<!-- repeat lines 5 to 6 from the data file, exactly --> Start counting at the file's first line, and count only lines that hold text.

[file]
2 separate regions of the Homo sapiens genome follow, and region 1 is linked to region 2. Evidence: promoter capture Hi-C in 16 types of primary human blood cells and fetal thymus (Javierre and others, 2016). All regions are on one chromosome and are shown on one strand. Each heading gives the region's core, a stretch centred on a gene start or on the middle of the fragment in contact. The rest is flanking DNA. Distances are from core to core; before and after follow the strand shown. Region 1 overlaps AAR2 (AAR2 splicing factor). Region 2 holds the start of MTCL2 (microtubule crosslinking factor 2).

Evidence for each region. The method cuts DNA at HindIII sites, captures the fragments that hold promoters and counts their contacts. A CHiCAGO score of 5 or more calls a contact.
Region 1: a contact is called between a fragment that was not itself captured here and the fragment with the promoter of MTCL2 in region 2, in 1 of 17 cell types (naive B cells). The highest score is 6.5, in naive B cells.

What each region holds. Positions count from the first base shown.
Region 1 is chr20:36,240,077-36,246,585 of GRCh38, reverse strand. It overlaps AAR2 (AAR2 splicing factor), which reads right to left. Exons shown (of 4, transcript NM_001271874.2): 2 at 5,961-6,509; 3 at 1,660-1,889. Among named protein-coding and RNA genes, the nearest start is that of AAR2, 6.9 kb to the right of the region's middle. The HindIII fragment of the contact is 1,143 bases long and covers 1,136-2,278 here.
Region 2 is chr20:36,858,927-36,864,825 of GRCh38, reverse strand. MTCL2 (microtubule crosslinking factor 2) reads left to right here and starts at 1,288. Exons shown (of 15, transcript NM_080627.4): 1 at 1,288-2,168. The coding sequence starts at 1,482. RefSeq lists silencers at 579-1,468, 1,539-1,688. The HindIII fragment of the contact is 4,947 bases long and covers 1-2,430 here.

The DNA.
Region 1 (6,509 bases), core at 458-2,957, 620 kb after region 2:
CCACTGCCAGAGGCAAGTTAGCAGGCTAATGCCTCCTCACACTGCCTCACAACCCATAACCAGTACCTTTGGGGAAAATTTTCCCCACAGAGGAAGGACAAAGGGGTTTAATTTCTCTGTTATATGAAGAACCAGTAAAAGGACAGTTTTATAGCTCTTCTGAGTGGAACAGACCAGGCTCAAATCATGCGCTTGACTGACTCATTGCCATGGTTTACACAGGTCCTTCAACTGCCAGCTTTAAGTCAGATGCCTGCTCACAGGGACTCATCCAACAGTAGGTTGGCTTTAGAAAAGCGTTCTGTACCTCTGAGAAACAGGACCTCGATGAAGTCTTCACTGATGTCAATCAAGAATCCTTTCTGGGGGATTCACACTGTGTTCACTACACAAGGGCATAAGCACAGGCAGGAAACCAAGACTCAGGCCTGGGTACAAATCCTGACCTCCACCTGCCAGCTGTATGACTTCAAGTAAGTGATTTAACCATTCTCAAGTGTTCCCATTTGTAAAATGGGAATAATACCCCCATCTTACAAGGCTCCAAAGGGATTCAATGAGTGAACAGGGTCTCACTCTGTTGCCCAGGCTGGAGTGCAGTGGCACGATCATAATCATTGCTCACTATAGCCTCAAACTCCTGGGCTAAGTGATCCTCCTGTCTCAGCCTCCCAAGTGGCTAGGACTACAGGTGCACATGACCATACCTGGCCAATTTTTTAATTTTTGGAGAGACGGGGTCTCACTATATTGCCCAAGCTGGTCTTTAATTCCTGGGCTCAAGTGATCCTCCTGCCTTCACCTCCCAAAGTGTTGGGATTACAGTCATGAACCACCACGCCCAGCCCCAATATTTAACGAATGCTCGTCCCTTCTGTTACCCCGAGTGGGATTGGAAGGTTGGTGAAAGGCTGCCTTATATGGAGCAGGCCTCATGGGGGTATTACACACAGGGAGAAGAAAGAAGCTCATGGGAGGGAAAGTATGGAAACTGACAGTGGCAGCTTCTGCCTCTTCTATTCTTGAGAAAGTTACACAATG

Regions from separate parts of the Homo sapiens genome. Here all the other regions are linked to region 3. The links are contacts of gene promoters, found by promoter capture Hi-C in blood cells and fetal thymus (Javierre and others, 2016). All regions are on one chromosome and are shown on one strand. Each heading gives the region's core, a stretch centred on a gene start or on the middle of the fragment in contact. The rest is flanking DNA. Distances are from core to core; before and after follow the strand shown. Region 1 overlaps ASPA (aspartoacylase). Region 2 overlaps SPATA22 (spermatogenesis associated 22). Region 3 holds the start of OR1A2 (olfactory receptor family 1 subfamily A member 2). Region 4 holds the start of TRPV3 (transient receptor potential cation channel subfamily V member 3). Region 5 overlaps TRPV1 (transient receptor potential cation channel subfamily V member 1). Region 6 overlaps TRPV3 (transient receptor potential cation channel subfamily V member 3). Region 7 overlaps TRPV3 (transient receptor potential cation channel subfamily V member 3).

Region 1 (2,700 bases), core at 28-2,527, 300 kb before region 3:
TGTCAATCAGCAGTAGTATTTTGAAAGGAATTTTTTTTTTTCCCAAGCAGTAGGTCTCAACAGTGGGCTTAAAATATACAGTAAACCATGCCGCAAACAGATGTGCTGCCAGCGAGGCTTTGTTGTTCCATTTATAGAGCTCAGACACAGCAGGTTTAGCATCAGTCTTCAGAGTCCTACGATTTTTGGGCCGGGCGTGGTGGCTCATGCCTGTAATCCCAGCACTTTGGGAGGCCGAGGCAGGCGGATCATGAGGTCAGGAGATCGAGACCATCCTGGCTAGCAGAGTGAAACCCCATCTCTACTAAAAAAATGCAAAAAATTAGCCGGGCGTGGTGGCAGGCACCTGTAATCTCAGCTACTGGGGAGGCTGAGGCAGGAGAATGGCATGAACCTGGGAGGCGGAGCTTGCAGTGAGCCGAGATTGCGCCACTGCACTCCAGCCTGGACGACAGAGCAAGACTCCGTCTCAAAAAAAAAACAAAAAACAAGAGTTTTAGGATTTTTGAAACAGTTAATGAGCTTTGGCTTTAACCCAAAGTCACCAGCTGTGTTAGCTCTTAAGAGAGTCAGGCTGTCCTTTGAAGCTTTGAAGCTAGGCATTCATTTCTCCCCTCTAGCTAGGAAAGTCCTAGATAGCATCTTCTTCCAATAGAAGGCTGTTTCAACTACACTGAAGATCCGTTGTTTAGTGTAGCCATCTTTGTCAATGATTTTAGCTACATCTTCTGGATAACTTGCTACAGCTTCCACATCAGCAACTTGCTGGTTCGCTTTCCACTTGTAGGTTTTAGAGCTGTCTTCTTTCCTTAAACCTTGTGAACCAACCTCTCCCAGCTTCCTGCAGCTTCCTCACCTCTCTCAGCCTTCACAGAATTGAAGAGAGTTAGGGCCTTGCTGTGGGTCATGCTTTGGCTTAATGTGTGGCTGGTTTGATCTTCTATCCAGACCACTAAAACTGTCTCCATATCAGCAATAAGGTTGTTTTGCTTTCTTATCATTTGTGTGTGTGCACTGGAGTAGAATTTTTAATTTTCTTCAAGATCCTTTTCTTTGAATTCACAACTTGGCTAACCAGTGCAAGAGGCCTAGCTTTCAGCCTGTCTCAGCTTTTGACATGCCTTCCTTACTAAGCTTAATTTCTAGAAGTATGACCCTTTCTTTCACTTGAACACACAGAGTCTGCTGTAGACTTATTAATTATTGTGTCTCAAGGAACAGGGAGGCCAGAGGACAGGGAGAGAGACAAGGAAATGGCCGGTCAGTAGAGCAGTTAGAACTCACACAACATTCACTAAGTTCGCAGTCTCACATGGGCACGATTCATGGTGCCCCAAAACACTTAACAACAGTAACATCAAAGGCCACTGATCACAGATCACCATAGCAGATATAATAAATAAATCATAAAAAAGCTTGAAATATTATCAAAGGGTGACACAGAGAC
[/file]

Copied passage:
Region 1 is chr20:36,240,077-36,246,585 of GRCh38, reverse strand. It overlaps AAR2 (AAR2 splicing factor), which reads right to left. Exons shown (of 4, transcript NM_001271874.2): 2 at 5,961-6,509; 3 at 1,660-1,889. Among named protein-coding and RNA genes, the nearest start is that of AAR2, 6.9 kb to the right of the region's middle. The HindIII fragment of the contact is 1,143 bases long and covers 1,136-2,278 here.
Region 2 is chr20:36,858,927-36,864,825 of GRCh38, reverse strand. MTCL2 (microtubule crosslinking factor 2) reads left to right here and starts at 1,288. Exons shown (of 15, transcript NM_080627.4): 1 at 1,288-2,168. The coding sequence starts at 1,482. RefSeq lists silencers at 579-1,468, 1,539-1,688. The HindIII fragment of the contact is 4,947 bases long and covers 1-2,430 here.